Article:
A well-known example of a rock that formed in this way is obsidian, a black rock of volcanic glass. It forms from silicate-rich melts, i.e. from rhyolites. Obsidian was sought-after in the stone age as it can be used for cutting (including the careless owner).

It should be harder to make a glass out of basalt, because it is hotter to begin with and readily forms crystals while cooling. But Hawaiian volcanoes manage it quite easily. Basaltic glass is called tachylite. It can be a thin edge on a crystallized lava flow, but on Hawaii it can form thick layers. And now you will not be surprised to know that Pele’s hair also consists of strands of this glass. Ouch again.

Perhaps the most dangerous of all is when lava meets the ocean. The instant cooling forms small particles of glass, and the rising steam carries them away. The white plumes of Puna, where the lava comes over the sea cliffs, are pretty only from a safe distance. There are several reasons why you shouldn’t breath in the stuff – the tiny glass particles among them.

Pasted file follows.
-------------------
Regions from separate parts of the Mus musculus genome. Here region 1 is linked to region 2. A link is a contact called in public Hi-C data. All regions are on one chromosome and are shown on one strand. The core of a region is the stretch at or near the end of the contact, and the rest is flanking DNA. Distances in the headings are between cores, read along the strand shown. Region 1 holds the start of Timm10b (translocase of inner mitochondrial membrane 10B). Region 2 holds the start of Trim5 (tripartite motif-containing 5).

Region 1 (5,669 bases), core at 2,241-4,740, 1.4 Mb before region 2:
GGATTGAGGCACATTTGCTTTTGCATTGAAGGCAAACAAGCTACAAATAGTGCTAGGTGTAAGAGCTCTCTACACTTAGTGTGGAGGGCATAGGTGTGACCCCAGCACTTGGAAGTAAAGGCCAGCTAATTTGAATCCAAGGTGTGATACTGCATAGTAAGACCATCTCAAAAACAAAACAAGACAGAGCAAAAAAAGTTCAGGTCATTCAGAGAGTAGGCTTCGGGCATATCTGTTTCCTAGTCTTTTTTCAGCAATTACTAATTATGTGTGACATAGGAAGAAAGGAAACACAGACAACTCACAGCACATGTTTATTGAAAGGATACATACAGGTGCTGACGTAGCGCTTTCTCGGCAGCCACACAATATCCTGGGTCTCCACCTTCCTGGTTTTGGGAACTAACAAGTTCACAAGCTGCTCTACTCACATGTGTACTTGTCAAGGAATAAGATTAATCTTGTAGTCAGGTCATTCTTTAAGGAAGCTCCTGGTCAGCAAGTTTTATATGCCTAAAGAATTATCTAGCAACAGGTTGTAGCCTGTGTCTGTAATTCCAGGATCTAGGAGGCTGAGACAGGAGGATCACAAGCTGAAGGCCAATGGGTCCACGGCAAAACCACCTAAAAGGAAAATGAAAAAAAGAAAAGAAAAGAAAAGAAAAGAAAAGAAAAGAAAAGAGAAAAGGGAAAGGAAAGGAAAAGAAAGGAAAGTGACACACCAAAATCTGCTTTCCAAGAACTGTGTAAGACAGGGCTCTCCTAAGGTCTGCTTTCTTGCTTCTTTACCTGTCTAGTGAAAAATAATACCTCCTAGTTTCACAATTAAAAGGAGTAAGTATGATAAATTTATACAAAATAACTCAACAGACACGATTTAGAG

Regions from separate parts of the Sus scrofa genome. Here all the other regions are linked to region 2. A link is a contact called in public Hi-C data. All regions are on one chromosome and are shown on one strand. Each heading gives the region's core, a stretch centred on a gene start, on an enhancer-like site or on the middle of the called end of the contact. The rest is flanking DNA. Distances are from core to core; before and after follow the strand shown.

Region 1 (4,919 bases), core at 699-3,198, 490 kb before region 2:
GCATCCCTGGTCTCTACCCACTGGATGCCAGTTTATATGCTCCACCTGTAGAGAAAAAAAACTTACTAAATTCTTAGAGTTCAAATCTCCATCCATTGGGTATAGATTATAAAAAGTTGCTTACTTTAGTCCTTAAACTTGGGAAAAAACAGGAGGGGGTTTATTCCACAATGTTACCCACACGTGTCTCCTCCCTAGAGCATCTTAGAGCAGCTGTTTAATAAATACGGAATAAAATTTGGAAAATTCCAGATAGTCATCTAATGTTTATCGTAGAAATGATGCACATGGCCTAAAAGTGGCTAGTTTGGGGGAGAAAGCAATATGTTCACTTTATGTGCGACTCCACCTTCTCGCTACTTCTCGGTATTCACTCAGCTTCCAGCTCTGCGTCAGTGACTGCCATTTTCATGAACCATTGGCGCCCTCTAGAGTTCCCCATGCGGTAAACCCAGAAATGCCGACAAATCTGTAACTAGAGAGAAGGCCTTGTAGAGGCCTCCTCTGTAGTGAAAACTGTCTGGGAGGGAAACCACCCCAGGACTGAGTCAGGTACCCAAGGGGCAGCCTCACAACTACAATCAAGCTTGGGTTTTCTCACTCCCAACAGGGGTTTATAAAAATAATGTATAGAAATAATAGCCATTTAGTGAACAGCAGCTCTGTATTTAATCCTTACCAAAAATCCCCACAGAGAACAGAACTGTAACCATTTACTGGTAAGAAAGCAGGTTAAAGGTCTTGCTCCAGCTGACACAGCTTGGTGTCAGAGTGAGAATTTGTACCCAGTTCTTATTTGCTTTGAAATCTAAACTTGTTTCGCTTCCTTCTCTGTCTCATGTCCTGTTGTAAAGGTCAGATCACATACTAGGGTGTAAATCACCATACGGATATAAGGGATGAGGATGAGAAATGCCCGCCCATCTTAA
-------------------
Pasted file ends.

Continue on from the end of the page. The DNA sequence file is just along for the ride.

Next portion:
(iii) Crystals

The third effect is that of crystallization. As lava cools, crystals begin to form. The slower the cooling, the larger the crystals can become. These crystals (or their absence) are easily recognized by eye.

Compare the following wo rocks. Both are obsidian, and thus formed through rapid (instantaneous) cooling. The left one looks ‘normal’: a hard glass, albeit with a greenish tint. The one on the right contains a host of crystals, a feldspar to be precise. What happened? It spend some time cooling slowly, allowing the crystals to form, before it suddenly cooled very fast and let the remainder turn to glass. The texture shows that it cooled in two distinct phases, one slow, one fast.

Two types of obsidian, with and without crystals